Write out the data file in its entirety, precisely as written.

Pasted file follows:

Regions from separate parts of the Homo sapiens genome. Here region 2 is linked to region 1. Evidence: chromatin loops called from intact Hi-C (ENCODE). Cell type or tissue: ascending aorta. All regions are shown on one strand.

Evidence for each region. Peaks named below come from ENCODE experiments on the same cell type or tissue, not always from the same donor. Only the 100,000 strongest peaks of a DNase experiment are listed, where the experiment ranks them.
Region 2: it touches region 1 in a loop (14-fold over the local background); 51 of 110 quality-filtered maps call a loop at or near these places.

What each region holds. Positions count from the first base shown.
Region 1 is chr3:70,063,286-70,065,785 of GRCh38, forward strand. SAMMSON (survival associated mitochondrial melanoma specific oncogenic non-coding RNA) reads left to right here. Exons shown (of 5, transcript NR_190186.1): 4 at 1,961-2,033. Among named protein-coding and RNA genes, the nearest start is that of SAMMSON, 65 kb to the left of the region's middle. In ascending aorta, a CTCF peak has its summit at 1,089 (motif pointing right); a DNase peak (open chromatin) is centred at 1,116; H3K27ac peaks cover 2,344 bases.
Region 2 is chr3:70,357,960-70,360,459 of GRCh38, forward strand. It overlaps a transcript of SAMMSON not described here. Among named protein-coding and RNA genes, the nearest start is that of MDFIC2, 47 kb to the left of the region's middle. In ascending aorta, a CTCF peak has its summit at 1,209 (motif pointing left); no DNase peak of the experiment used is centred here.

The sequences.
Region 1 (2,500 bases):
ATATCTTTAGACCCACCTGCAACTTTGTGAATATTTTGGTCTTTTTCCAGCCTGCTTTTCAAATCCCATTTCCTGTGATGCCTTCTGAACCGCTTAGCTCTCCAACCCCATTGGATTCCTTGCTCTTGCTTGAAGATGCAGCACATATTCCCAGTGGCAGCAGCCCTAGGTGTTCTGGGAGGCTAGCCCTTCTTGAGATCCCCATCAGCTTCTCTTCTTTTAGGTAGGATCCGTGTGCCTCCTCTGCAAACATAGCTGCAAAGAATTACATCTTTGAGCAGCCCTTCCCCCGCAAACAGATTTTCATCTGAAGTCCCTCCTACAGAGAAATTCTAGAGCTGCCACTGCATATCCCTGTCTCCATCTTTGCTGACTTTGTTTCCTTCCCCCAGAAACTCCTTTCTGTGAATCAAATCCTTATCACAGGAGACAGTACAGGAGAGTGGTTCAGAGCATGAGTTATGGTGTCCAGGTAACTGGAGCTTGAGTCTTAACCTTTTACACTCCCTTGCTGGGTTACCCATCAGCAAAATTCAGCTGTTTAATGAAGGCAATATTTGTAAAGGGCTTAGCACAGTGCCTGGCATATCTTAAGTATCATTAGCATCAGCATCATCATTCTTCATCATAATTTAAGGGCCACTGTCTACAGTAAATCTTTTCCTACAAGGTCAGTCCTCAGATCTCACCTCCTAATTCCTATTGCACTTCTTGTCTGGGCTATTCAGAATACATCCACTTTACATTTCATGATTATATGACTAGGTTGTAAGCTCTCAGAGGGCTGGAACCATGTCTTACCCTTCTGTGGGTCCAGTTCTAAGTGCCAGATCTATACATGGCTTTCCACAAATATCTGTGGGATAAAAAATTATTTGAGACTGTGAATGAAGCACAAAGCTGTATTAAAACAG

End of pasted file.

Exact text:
Regions from separate parts of the Homo sapiens genome. Here region 2 is linked to region 1. Evidence: chromatin loops called from intact Hi-C (ENCODE). Cell type or tissue: ascending aorta. All regions are shown on one strand.

Evidence for each region. Peaks named below come from ENCODE experiments on the same cell type or tissue, not always from the same donor. Only the 100,000 strongest peaks of a DNase experiment are listed, where the experiment ranks them.
Region 2: it touches region 1 in a loop (14-fold over the local background); 51 of 110 quality-filtered maps call a loop at or near these places.

What each region holds. Positions count from the first base shown.
Region 1 is chr3:70,063,286-70,065,785 of GRCh38, forward strand. SAMMSON (survival associated mitochondrial melanoma specific oncogenic non-coding RNA) reads left to right here. Exons shown (of 5, transcript NR_190186.1): 4 at 1,961-2,033. Among named protein-coding and RNA genes, the nearest start is that of SAMMSON, 65 kb to the left of the region's middle. In ascending aorta, a CTCF peak has its summit at 1,089 (motif pointing right); a DNase peak (open chromatin) is centred at 1,116; H3K27ac peaks cover 2,344 bases.
Region 2 is chr3:70,357,960-70,360,459 of GRCh38, forward strand. It overlaps a transcript of SAMMSON not described here. Among named protein-coding and RNA genes, the nearest start is that of MDFIC2, 47 kb to the left of the region's middle. In ascending aorta, a CTCF peak has its summit at 1,209 (motif pointing left); no DNase peak of the experiment used is centred here.

The sequences.
Region 1 (2,500 bases):
ATATCTTTAGACCCACCTGCAACTTTGTGAATATTTTGGTCTTTTTCCAGCCTGCTTTTCAAATCCCATTTCCTGTGATGCCTTCTGAACCGCTTAGCTCTCCAACCCCATTGGATTCCTTGCTCTTGCTTGAAGATGCAGCACATATTCCCAGTGGCAGCAGCCCTAGGTGTTCTGGGAGGCTAGCCCTTCTTGAGATCCCCATCAGCTTCTCTTCTTTTAGGTAGGATCCGTGTGCCTCCTCTGCAAACATAGCTGCAAAGAATTACATCTTTGAGCAGCCCTTCCCCCGCAAACAGATTTTCATCTGAAGTCCCTCCTACAGAGAAATTCTAGAGCTGCCACTGCATATCCCTGTCTCCATCTTTGCTGACTTTGTTTCCTTCCCCCAGAAACTCCTTTCTGTGAATCAAATCCTTATCACAGGAGACAGTACAGGAGAGTGGTTCAGAGCATGAGTTATGGTGTCCAGGTAACTGGAGCTTGAGTCTTAACCTTTTACACTCCCTTGCTGGGTTACCCATCAGCAAAATTCAGCTGTTTAATGAAGGCAATATTTGTAAAGGGCTTAGCACAGTGCCTGGCATATCTTAAGTATCATTAGCATCAGCATCATCATTCTTCATCATAATTTAAGGGCCACTGTCTACAGTAAATCTTTTCCTACAAGGTCAGTCCTCAGATCTCACCTCCTAATTCCTATTGCACTTCTTGTCTGGGCTATTCAGAATACATCCACTTTACATTTCATGATTATATGACTAGGTTGTAAGCTCTCAGAGGGCTGGAACCATGTCTTACCCTTCTGTGGGTCCAGTTCTAAGTGCCAGATCTATACATGGCTTTCCACAAATATCTGTGGGATAAAAAATTATTTGAGACTGTGAATGAAGCACAAAGCTGTATTAAAACAG